the traditional Assyrian homeland is in northern Iraq, south-eastern Turkey, north-eastern Syria, & north-western Iran, it roughly corresponds with Kurdistan

today more Assyrians live outside of their traditional homeland than inside it

since 2003 around 90% of Iraq’s Christians have left the country

anonymous asked:

Hello! I'm having some denomination trouble with a character. He is highly religious and faith-centric in his life. I'd like him to carry prayer beads/rosary beads, and he also has internalized a lot of extreme guilt and martyr mentality. That being said, he has extreme distrust of a hierarchical system like the Orthodox Catholic Church. Do you have any suggestions? He's South African, if that helps.

Hmmm…I don’t know anything about South African culture and religion, although some demographic research tells me that it’s a heavily Christian country.  The Roman Catholic Church does have quite a strong presence there, but the most popular denominations are African-initiated churches that I know nothing about (Zion Christian churches and other Apostolic churches).

Anyway, you want your guy to have a lot of emotional/mental baggage and carry beads around, which me being me makes me think “Catholic” right away.  XD  But you tell me that he’s distrustful of hierarchy.  So the two options I can think of (and if my readers can think of others, feel free to chime in!) are:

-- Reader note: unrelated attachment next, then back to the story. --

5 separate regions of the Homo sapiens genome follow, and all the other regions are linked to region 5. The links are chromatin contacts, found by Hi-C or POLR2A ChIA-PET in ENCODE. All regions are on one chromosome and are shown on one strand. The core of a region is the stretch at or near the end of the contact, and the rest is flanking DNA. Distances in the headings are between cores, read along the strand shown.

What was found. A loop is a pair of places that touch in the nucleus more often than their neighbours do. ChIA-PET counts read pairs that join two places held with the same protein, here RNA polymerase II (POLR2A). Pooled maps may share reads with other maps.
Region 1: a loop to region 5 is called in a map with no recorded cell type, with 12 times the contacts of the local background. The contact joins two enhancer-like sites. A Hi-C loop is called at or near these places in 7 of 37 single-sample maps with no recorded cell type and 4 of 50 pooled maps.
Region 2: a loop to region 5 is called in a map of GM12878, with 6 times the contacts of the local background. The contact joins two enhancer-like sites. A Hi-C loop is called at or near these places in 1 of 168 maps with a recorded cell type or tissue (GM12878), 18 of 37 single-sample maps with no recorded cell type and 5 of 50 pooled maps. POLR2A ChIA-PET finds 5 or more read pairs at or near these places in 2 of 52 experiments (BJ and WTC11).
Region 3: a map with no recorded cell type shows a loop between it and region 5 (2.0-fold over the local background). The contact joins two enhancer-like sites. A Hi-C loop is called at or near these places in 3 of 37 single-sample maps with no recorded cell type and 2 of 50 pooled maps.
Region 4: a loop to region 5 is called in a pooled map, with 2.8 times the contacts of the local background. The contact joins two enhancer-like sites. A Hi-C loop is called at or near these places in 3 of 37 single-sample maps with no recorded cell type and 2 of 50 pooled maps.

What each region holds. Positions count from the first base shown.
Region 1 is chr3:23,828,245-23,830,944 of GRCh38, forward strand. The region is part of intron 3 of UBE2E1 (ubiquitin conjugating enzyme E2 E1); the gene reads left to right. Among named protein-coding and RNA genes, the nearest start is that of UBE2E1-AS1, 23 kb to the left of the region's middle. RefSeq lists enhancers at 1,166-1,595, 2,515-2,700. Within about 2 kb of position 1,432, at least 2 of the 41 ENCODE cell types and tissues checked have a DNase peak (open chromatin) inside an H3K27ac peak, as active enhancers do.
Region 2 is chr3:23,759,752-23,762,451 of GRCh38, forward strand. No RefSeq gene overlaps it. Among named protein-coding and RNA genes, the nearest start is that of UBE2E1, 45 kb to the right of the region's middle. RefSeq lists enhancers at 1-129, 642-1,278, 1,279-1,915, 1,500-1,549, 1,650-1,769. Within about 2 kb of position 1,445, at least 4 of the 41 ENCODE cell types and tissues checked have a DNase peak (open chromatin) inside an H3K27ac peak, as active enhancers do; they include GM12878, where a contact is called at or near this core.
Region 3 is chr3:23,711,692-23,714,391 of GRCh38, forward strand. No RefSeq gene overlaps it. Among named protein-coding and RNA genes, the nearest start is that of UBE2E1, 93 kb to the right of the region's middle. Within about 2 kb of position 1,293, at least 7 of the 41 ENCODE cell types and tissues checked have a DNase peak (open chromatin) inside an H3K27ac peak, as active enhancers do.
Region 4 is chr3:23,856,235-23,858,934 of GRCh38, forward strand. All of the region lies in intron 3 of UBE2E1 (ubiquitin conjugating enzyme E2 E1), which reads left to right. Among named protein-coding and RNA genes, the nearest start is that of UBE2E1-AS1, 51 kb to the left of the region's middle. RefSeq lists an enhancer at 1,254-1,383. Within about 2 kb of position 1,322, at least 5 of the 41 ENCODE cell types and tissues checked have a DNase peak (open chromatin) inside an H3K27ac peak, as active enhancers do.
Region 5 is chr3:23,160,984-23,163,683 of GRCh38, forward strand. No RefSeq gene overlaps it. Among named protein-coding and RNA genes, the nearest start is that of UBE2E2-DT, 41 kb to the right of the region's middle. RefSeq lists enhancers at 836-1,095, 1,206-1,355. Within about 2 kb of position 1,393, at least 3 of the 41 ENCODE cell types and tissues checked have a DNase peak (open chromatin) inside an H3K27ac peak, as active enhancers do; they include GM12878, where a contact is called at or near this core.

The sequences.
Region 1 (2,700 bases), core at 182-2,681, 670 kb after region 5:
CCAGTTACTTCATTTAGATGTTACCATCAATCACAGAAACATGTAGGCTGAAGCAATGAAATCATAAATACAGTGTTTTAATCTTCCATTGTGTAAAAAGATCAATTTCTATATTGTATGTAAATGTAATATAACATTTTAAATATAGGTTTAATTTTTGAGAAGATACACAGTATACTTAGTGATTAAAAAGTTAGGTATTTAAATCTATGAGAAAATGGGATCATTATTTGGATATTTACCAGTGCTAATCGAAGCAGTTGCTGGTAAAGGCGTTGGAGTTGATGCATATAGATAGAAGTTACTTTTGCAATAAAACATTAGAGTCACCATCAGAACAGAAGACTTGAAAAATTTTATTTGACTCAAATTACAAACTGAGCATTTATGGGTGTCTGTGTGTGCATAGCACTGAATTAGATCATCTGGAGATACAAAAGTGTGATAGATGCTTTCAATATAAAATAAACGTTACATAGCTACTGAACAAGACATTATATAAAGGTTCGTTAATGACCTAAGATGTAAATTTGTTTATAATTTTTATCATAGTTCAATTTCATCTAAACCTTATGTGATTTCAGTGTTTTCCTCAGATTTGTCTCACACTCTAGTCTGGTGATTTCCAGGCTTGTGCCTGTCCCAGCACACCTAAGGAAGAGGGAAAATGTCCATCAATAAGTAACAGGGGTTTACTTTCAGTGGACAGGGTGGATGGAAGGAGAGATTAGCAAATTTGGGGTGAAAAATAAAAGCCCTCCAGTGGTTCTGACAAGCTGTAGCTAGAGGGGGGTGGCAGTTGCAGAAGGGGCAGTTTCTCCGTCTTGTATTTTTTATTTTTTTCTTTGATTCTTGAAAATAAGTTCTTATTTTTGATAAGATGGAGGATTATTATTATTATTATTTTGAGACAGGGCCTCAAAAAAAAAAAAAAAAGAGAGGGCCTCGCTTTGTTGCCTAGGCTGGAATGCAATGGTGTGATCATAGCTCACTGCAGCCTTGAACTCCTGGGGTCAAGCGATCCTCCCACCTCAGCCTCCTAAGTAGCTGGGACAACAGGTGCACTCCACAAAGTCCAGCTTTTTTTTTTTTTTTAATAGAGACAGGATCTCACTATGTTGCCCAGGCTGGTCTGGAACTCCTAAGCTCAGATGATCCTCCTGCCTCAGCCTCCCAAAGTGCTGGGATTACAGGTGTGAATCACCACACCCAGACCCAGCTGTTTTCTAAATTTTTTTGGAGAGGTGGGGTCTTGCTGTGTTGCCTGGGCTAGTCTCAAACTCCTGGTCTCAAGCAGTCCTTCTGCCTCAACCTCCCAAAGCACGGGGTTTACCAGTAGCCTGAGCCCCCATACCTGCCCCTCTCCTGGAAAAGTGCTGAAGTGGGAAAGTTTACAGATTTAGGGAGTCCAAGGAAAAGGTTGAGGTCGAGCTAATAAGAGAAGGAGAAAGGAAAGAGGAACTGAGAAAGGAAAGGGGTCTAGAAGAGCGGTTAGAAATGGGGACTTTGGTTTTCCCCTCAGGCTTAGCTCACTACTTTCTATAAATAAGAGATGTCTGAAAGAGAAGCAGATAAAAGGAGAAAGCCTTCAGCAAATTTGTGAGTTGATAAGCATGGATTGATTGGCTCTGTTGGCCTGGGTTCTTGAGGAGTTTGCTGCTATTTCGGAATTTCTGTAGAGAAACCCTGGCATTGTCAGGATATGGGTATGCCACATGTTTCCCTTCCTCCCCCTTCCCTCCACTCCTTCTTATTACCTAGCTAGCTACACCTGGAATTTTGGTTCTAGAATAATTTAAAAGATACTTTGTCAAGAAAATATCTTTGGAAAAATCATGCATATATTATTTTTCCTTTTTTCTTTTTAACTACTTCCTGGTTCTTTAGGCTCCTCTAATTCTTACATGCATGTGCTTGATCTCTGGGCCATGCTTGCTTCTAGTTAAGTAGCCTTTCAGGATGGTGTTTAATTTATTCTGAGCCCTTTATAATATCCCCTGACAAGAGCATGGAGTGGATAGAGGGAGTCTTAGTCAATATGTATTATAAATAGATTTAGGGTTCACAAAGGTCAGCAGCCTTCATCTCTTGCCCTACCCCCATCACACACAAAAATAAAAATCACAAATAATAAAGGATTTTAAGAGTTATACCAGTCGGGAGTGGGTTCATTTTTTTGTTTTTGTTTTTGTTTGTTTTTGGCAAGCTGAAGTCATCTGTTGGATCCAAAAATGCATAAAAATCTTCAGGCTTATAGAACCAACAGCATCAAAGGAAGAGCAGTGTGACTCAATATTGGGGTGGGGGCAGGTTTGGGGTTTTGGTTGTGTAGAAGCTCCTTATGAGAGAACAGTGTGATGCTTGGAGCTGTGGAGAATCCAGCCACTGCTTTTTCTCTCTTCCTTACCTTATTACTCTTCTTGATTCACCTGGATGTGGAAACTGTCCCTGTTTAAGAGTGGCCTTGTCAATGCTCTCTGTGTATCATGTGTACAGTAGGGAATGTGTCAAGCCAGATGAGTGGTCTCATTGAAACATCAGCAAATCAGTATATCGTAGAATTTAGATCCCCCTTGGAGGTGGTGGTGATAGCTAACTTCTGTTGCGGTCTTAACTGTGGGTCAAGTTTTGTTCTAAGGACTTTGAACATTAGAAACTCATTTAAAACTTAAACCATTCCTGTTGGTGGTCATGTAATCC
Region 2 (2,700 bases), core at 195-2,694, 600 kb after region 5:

1. He was raised Catholic, left the church some time ago (perhaps as a youth), and still finds the rituals and prayers comforting and so still does them.  This isn’t outré; I know a lot of “recovering Catholics” who consider themselves “culturally” Catholic but no longer attend church for whatever reason.  Plenty of people in the U.S. who consider themselves very religious don’t attend church on a regular basis and engage in prayer and Bible-reading on their own.  I see no reason why it couldn’t be the same in South Africa, but I also know zero things about South Africa, so take that with a grain of salt.
  2. He’s Muslim, perhaps converted later in life.  You get to have your prayer beads, and while Islam is not completely free of hierarchy it’s certainly not as hierarchical as either the Roman Catholic Church or the Orthodox Church(es).  I’m less clear on whether or not Islam facilitates the kind of guilt that Catholicism is so famous for, although certainly you could find some fodder for a martyr complex there.  (I think people who are really determined to be martyrs will find any reason, though.)

Hope that helps!  Feel free to write back if you need any clarification.


anonymous asked:

tbh the ethnic identity thing really depends on the place…like a lot of Italian- and Irish-Americans still have a strong sense of ethnic identity, and more recent immigrant populations have even more so. And obviously religion is a huge source of ethnic identity (Armenian churches, Russian orthodox churches, Irish Catholic Churches, etc). Whether or not white Americans should have a sense of ethnic identity is a different question, but a lot of them undoubtedly do